Monday, December 17, 2012

Platinum Platinum

Cartridges and converters, retractable nibs, pocket pens, generalization of gold nibs,… All these elements saw the light or became normal at some point during the 1960s in Japan. These years were a time of strong competition between Pilot and Platinum, struggling to increase their share in the market.


Different views of two Platinum Platinum pens of full and pocket sizes. There existed a smaller third pen for ladies.

As part of its strategy, Platinum released in 1967 a line of luxury pens made of sterling silver. And the marketing argument was that they implemented unique nibs made of some platinum alloy. And the pens were called “Platinum Platinum”.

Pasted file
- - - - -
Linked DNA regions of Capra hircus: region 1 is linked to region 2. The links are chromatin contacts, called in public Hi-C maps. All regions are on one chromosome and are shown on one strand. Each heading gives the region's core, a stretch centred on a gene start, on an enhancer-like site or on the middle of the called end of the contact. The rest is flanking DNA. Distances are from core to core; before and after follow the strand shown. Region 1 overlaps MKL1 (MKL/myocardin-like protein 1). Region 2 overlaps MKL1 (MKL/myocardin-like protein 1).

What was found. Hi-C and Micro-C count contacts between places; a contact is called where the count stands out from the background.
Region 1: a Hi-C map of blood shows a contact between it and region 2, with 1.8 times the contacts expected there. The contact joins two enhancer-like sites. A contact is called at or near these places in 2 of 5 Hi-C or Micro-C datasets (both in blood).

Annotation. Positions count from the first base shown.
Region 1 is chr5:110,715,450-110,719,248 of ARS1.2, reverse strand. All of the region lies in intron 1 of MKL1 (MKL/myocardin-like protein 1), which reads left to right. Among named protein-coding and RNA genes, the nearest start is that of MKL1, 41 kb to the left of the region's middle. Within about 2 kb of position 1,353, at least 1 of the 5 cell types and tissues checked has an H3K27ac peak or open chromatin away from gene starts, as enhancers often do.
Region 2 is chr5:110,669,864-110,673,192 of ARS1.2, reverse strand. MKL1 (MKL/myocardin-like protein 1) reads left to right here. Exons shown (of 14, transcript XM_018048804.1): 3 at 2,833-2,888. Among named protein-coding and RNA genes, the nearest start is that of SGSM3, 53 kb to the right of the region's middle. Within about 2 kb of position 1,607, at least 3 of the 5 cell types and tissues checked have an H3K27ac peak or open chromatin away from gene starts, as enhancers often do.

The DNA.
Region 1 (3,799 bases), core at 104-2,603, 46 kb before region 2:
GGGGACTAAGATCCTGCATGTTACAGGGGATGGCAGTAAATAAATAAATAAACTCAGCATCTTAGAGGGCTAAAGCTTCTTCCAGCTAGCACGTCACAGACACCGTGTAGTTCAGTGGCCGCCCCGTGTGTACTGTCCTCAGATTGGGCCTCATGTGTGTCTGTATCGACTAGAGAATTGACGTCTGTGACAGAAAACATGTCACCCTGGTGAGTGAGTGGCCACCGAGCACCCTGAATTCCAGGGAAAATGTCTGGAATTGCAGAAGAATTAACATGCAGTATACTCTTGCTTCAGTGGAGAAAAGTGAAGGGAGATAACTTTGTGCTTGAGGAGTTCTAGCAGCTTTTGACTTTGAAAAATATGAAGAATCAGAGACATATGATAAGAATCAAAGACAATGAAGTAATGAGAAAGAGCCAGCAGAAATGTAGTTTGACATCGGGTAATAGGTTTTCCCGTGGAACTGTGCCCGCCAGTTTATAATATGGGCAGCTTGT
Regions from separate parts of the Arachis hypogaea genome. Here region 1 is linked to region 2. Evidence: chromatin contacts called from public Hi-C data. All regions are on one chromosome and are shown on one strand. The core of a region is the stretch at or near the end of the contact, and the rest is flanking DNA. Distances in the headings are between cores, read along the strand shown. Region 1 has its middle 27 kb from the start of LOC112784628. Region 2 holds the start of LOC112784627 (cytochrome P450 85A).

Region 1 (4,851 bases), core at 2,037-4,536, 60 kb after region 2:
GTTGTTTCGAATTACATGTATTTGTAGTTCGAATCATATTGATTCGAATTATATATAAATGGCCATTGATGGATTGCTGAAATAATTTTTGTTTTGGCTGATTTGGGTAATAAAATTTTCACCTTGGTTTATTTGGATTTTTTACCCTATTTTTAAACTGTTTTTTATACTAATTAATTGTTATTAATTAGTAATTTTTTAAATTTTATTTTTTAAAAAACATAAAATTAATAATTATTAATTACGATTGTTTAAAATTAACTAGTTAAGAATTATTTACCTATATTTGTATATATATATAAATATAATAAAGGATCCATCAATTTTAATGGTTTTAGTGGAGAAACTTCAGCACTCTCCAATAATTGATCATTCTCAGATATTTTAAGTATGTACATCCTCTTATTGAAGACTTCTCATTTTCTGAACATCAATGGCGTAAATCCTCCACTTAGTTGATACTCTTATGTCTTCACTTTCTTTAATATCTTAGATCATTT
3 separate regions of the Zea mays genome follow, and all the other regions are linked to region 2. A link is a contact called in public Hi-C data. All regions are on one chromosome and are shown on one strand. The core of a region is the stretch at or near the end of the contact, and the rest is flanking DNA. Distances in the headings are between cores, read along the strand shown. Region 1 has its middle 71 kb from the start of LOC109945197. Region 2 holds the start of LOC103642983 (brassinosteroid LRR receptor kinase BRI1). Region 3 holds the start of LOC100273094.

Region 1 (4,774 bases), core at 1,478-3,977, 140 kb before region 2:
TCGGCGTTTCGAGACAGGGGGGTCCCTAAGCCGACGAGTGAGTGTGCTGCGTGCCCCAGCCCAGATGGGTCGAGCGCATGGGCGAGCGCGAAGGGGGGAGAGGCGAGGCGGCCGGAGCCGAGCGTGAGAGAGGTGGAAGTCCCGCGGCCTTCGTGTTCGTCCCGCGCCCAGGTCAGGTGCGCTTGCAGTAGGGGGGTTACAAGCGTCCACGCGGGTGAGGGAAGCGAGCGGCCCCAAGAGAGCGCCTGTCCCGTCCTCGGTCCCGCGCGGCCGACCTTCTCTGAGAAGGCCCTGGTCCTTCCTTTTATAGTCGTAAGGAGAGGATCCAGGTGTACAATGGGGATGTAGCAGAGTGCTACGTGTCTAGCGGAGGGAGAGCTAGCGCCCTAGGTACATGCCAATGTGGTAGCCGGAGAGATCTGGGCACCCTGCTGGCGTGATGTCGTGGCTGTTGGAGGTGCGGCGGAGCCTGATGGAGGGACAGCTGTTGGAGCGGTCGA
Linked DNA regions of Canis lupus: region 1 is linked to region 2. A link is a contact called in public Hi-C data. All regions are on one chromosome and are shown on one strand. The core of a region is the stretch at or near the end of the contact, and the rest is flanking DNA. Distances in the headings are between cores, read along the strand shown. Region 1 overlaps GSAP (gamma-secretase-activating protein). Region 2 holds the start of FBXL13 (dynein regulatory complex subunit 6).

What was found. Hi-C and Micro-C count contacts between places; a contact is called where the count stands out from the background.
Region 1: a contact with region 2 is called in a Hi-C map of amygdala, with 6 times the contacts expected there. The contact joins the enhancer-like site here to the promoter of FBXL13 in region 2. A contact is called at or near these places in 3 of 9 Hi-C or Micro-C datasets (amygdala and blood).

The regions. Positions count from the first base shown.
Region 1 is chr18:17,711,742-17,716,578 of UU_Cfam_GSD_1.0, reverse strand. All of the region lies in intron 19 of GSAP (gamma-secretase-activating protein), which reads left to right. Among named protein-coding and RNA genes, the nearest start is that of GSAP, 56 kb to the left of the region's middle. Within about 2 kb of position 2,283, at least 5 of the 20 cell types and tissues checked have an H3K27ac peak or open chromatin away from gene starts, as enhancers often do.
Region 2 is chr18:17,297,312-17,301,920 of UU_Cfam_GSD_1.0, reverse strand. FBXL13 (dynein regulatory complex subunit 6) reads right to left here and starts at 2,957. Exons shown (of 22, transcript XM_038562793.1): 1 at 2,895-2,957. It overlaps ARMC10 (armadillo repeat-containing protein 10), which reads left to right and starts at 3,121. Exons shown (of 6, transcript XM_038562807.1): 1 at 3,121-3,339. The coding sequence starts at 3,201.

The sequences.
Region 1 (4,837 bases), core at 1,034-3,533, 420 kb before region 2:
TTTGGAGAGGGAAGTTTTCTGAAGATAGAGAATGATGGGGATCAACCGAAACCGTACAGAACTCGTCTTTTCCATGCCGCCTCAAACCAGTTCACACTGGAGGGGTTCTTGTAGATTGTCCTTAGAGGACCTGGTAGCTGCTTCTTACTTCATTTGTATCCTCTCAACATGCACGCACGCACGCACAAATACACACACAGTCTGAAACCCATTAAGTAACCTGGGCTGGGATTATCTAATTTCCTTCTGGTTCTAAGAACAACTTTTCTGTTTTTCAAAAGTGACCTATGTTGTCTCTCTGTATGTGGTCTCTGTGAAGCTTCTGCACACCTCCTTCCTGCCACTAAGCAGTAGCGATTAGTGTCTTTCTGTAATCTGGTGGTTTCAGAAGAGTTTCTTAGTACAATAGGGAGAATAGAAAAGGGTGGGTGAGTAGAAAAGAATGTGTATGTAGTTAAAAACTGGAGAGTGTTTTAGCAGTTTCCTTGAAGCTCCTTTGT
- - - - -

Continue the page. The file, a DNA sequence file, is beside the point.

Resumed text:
Two full-size Platinum pens. The one on top implements a Pt-alloy nib whereas the other uses a more common 14K white gold nib. It is questionable whether the compositions were any different.

Actually, these nibs were made of white gold whose non-gold content included platinum. There are discussions of whether these Pt-alloy nibs were made of 14 or 18 K gold. In fact, years later, they were replaced by both 14 and 18 karat white gold nibs labeled as such. In 1976, a special edition of the full size silver pen was release on the occasion of the 50th anniversary of Emperor Hiro-hito. It was equipped with a 14 K white gold nib, and displayed the 16-petal chrysanthemum seal (菊紋, kikumon) on the cap.

Platinum sterling silver pen, 14 K WG nib – Platinum Brown

Bruno Taut
Madrid, December 17th, 2012
labels: Platinum, Japón

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